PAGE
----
Spiking construction costs – what it means for the property market

One of the most common topics that has been popping up from my conversations with developers is the recent increase in the cost of building materials. In the last fortnight alone, I have come across 16 projects that have been shelved due to builders not committing to a build price, due to the uncertainty around the cost of materials. A global boom in construction and the resultant bottlenecks in the supply chain has seen container shipping rates triple or quadruple since the beginning of the year. A quick look at just about any freight index will show you just how expensive it has gotten to send a 40ft container from one end of the world to another.

Drewry’s world container index indicates that shipping costs have increased 344% over the past 12 months.

Similarly, the Baltic Dry Index has increased from 1347 to 3707 over the past 12 months.

This shipping crisis began in 2019, well before the coronavirus pandemic began. Shipping lines were poor investments at that time, highlighted by Danish shipper Maersk reporting a US $44million loss. The leasing companies that provided ships to shipping lines cancelled new builds to conserve cash.

This was exacerbated by the economic shutdowns when COVID hit. But the massive stimulus packages that followed – mainly from the debt-spiraling USA – created a significant boost as trade lanes opened amid the backdrop of a vessel shortage. This is evident in the US, where the demand for containerised freight has risen 40%. And as containerised freight runs hot across the world’s most popular trade routes, ships which ran from routes like Shanghai to Australia, New Zealand and South America are increasingly being diverted to the routes with the highest demand.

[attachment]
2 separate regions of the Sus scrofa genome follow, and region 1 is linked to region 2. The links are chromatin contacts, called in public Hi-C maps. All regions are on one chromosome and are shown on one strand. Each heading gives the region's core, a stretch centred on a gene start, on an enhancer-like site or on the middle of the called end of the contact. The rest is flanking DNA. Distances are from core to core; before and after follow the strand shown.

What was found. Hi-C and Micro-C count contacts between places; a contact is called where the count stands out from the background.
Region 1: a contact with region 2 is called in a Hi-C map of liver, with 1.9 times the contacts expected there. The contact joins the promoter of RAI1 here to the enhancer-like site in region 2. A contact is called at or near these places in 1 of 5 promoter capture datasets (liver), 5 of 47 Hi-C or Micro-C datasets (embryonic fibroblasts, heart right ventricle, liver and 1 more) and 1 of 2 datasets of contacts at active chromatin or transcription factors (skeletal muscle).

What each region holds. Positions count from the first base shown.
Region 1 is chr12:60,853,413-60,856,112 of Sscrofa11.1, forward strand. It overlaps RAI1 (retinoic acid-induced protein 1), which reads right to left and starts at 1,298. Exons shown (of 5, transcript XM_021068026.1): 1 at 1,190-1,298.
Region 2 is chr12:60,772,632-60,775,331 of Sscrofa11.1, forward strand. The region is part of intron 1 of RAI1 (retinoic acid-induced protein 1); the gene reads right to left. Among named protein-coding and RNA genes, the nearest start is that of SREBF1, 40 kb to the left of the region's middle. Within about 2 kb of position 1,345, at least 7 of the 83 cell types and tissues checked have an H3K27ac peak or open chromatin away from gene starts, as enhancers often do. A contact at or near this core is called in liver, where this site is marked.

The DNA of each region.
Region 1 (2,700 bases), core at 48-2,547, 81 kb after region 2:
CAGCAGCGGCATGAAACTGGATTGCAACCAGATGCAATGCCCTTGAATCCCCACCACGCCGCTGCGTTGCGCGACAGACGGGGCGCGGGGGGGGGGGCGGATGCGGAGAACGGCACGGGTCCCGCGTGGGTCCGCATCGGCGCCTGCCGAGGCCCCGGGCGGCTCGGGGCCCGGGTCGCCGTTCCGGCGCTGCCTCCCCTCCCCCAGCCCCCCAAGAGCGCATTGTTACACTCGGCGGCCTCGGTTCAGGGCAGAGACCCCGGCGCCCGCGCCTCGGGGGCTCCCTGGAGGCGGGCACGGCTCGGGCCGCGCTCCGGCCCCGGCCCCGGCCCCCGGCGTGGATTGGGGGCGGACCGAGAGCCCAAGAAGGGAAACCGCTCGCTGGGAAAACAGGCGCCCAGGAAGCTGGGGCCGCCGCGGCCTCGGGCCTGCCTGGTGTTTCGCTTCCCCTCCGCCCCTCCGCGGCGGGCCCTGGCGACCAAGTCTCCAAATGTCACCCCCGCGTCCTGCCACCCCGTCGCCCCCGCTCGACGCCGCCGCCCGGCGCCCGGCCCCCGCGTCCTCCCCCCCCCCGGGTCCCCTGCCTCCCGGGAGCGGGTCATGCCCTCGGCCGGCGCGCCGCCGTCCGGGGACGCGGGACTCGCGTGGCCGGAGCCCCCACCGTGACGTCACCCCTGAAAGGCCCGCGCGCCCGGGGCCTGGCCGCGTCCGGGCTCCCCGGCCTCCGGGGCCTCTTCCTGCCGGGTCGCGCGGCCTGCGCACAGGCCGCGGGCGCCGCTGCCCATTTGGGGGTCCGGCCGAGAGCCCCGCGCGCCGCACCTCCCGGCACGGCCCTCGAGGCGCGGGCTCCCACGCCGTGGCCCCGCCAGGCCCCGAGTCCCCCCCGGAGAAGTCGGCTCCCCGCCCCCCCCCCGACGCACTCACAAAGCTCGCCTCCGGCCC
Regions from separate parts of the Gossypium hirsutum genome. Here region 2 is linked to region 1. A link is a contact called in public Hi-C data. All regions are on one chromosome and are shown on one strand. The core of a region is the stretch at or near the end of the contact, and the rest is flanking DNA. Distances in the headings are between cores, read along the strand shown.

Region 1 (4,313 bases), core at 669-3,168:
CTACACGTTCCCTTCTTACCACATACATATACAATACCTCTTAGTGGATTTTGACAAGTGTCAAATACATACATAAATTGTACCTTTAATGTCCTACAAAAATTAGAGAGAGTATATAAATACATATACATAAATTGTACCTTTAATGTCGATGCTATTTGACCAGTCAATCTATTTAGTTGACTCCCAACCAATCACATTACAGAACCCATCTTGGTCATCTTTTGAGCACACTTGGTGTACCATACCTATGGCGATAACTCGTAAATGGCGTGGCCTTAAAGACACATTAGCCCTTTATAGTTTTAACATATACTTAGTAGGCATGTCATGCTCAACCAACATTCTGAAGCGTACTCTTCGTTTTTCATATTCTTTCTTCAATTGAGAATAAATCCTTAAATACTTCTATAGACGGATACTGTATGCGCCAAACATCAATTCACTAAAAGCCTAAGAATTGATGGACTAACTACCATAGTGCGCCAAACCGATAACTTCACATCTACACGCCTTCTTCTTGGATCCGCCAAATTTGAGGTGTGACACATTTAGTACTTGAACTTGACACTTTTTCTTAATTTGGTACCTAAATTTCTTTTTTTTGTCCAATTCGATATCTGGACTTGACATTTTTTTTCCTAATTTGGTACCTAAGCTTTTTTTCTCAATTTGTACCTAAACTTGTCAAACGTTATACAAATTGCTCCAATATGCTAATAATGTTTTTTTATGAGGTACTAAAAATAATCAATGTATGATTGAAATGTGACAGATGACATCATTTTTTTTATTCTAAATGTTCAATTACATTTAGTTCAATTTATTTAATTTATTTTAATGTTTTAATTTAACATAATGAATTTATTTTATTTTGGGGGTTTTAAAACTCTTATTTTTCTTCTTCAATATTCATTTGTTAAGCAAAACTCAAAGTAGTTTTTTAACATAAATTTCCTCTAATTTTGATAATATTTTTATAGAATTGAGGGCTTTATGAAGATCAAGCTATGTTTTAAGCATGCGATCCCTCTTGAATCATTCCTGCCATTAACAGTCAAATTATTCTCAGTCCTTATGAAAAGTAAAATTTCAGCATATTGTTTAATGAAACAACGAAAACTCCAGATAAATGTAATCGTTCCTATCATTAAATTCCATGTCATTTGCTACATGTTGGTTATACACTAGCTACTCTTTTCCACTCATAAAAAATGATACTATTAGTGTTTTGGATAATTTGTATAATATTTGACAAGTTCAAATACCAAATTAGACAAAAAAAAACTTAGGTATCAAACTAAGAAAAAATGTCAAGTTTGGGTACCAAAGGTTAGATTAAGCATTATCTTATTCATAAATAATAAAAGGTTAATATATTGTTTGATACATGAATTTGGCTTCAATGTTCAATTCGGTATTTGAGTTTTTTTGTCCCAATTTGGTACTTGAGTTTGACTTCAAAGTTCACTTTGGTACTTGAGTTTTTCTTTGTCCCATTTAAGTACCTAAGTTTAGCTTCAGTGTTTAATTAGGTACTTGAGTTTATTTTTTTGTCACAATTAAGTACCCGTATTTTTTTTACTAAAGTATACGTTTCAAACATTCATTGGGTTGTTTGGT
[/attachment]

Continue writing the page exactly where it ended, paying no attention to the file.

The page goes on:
What does this mean for Australian property?

Unsurprisingly, this has seen a flow-on effect to the prices of containerised goods in Australia. Construction materials have seen hefty price increases with the cost of steel rebar increasing by around 250% since the beginning of COVID. There are also shortages in concrete and glass with the cost of concrete increasing by 15% and glazing forecasted to increase by 25%.

Overall, the cost of construction has reportedly increased by about 30%. Due to the long lead times in building container ships and the fact that every ship that can carry containers is currently being deployed, BIMCO doesn’t see any easing in the supply-demand crunch until mid-2022. On the supply side, new container ships are being built at a record pace and capacity is expected to increase by 5 to 6% in 2023.

For those who I have spoken to over the last 6 months, I have been saying that we probably have a 12 to 18 month window before we might need to get accustomed to paying close to $10,000 per square metre for apartments.

What does that mean? A typical 50m2 apartment in a middle-ring suburb is now range from $8,300-$9,000 per square metre. I’m sure you can do the math, but that’s an increase of around $85,000 for a one-bedder.

Right now is the best time to get into the market at pre-COVID rates.


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